unit definition


The actual boundaries of a condominium unit seem to be one of the least understood concepts in condominium living.  The declaration and plat determine what the boundaries of a unit are. To the extent a declaration fails to do so, the Condominium Act provides the default unit boundaries.

A condominium unit consists of essentially just the airspace within the perimeter walls and the drywall and paint on those walls.  Everything behind the drywall is common area.  The interior walls are also usually part of a unit.  As to the floor, finished flooring is part of the unit, but everything beneath the finished flooring is common area.  Generally, any material that constitutes part of the finished surface of a wall, floor or ceiling is part of a unit, and any other portion of a wall, floor or ceiling is part of the common area.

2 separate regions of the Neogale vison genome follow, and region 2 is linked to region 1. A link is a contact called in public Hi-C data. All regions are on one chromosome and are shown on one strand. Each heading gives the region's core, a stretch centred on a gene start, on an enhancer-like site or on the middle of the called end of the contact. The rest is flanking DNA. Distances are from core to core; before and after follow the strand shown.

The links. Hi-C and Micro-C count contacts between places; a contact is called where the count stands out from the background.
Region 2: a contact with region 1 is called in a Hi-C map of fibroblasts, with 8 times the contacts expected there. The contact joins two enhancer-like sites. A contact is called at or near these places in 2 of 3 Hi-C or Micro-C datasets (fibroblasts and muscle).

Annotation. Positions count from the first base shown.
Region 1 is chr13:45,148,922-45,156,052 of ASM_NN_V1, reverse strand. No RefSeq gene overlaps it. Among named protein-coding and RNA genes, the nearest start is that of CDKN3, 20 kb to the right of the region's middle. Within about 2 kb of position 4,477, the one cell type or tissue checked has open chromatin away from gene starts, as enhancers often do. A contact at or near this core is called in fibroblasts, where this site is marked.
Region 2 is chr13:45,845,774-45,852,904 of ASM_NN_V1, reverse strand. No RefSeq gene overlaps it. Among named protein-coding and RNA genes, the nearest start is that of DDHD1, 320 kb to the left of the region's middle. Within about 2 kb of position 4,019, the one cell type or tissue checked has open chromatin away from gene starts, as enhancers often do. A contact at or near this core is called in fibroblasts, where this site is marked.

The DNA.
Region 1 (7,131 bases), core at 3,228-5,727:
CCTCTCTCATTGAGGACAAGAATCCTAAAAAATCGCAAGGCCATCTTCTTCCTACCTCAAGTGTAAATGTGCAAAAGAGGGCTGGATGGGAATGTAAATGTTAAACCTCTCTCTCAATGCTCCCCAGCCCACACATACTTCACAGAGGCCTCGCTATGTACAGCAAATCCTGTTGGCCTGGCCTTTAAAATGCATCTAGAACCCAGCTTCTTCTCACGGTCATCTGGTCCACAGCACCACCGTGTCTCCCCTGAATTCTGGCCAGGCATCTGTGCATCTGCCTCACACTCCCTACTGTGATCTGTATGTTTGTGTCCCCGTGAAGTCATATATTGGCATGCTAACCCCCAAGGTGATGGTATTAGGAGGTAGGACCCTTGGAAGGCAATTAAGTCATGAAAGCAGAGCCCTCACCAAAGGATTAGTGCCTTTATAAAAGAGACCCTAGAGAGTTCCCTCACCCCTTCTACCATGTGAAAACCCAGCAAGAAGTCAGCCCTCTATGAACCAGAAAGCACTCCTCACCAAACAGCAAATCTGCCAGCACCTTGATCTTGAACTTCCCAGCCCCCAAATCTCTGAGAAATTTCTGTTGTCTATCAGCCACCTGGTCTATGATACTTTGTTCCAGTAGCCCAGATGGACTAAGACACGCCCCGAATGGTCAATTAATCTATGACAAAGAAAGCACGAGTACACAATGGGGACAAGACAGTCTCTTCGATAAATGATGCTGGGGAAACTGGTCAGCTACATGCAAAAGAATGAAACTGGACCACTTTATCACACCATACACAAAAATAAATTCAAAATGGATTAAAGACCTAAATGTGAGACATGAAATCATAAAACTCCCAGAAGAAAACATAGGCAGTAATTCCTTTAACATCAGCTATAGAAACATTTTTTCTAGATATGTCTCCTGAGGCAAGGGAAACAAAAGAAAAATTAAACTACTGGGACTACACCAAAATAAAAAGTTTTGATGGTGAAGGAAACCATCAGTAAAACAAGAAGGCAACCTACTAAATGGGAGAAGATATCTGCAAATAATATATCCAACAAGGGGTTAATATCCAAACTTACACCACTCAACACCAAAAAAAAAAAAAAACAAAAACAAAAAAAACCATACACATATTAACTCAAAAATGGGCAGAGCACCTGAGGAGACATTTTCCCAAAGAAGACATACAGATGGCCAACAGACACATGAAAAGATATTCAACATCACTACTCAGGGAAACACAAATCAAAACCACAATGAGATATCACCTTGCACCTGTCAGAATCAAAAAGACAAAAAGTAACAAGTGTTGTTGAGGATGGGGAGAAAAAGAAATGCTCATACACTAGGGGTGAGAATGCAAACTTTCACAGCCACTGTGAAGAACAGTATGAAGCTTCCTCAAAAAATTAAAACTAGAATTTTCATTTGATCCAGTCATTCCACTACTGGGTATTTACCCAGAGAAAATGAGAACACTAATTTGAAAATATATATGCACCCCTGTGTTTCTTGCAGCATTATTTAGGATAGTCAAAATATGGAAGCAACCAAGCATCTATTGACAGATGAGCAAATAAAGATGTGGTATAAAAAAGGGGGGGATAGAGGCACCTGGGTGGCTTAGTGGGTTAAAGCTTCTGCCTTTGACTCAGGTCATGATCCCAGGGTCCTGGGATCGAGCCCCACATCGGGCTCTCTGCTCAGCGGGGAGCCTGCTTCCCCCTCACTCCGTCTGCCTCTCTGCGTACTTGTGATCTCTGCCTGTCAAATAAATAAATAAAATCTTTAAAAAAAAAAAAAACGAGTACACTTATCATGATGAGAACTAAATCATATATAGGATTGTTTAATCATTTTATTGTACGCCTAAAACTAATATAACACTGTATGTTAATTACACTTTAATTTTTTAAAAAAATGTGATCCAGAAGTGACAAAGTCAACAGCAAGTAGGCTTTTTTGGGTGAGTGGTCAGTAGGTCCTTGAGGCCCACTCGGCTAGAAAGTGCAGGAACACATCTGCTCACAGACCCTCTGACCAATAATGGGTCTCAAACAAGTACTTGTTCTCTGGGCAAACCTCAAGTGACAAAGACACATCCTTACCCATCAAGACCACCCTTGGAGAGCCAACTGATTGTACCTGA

The door to a unit and the windows are actually common area (limited common area, to be exact), and not part of the unit, except for the paint on the inside of the door.  Patios, balconies, porches and doorsteps are all limited common area and are not part of a unit and so are not owned by the unit owner.

Limited common areas are common areas of the association, but are reserved for the

Members Area.  This resource is available to members.  Join us by subscribing today!

Statutes and Cases:

(For reference: 57-8 is the Condo Act, 57-8a is the Community Association Act, 16-6a is the Nonprofit Act)

57-8-13. Condominium plat to be recorded
57-8-3. Definitions
57-8-7.2. Scope -- Designation of certain areas
B. Investment LC v. Anderson (plat v CC&Rs, unit definition) '12
Country Oaks Condo MC v. Jones (what is unit, unit = enclosed area) '93